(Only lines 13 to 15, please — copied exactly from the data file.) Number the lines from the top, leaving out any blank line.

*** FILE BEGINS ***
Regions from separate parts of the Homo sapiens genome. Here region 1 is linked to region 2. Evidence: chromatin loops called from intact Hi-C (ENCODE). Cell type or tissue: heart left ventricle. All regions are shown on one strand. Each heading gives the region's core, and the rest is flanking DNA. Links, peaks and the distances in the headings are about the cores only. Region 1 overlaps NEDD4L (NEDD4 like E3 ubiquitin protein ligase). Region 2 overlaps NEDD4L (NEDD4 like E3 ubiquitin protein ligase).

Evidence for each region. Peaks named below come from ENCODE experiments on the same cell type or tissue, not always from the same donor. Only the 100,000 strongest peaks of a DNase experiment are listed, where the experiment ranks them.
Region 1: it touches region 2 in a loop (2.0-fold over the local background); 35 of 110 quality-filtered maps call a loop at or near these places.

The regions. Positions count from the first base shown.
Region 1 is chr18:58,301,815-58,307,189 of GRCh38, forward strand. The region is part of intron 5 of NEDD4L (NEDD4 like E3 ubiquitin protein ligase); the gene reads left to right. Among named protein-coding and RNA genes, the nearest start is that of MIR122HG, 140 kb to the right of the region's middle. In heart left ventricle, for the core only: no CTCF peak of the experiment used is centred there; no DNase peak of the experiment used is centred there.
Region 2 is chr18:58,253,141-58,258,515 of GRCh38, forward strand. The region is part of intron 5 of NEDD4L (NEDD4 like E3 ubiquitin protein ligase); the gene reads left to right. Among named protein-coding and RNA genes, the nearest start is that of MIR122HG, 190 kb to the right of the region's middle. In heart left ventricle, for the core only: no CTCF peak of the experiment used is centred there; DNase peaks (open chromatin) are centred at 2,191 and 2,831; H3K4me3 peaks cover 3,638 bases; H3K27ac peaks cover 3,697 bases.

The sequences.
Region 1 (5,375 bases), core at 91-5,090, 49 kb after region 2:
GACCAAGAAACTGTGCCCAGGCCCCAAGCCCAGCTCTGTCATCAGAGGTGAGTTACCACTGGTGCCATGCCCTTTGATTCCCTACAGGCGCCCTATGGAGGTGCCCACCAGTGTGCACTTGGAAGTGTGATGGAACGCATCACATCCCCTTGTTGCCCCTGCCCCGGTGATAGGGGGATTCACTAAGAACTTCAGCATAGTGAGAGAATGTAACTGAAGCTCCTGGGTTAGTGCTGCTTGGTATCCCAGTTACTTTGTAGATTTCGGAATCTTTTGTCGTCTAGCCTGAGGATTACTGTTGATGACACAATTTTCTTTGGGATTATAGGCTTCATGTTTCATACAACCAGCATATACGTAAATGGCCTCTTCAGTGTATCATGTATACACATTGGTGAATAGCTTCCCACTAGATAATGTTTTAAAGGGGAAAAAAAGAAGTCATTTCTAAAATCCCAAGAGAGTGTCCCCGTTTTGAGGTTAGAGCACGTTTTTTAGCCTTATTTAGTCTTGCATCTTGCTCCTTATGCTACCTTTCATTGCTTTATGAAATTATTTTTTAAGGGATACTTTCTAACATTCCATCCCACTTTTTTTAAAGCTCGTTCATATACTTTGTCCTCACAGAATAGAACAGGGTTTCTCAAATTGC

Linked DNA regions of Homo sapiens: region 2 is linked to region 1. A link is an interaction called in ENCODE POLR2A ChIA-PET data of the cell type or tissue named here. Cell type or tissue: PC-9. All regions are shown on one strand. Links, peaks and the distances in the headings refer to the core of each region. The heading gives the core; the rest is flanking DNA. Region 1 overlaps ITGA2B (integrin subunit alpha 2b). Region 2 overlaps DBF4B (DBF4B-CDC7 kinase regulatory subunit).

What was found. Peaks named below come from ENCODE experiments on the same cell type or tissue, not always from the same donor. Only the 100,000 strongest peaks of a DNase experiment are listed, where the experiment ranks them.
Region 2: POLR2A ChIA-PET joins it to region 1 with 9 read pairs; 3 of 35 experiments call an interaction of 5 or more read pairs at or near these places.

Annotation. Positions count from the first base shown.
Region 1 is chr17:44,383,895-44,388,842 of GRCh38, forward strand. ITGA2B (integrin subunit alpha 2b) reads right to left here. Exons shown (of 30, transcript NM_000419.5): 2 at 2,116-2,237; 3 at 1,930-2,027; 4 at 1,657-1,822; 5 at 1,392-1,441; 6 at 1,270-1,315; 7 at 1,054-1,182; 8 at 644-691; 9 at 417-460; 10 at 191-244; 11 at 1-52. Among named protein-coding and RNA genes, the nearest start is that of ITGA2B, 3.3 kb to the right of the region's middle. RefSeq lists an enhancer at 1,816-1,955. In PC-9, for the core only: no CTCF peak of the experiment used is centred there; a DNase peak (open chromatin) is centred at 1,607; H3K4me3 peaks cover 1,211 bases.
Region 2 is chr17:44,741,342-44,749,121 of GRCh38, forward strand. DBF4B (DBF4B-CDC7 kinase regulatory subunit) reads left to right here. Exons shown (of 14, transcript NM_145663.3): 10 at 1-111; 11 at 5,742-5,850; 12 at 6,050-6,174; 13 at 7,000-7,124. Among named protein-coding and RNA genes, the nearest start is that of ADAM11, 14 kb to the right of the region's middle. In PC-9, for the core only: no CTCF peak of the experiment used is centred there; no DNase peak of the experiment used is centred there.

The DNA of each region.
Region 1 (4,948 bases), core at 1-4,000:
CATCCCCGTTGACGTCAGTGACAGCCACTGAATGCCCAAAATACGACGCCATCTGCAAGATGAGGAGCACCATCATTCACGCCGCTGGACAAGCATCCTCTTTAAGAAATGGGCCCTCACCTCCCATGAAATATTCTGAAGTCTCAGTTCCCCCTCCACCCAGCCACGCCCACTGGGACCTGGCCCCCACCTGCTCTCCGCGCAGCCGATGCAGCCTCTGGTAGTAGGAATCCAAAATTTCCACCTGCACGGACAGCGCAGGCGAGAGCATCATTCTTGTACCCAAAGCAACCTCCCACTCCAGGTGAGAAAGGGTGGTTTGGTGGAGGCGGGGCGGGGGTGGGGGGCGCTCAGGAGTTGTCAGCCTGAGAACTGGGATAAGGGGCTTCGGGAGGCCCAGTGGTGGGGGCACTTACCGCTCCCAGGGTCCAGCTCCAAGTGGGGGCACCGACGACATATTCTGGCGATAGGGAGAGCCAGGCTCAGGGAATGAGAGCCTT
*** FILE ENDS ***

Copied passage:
Annotation. Positions count from the first base shown.
Region 1 is chr17:44,383,895-44,388,842 of GRCh38, forward strand. ITGA2B (integrin subunit alpha 2b) reads right to left here. Exons shown (of 30, transcript NM_000419.5): 2 at 2,116-2,237; 3 at 1,930-2,027; 4 at 1,657-1,822; 5 at 1,392-1,441; 6 at 1,270-1,315; 7 at 1,054-1,182; 8 at 644-691; 9 at 417-460; 10 at 191-244; 11 at 1-52. Among named protein-coding and RNA genes, the nearest start is that of ITGA2B, 3.3 kb to the right of the region's middle. RefSeq lists an enhancer at 1,816-1,955. In PC-9, for the core only: no CTCF peak of the experiment used is centred there; a DNase peak (open chromatin) is centred at 1,607; H3K4me3 peaks cover 1,211 bases.
Region 2 is chr17:44,741,342-44,749,121 of GRCh38, forward strand. DBF4B (DBF4B-CDC7 kinase regulatory subunit) reads left to right here. Exons shown (of 14, transcript NM_145663.3): 10 at 1-111; 11 at 5,742-5,850; 12 at 6,050-6,174; 13 at 7,000-7,124. Among named protein-coding and RNA genes, the nearest start is that of ADAM11, 14 kb to the right of the region's middle. In PC-9, for the core only: no CTCF peak of the experiment used is centred there; no DNase peak of the experiment used is centred there.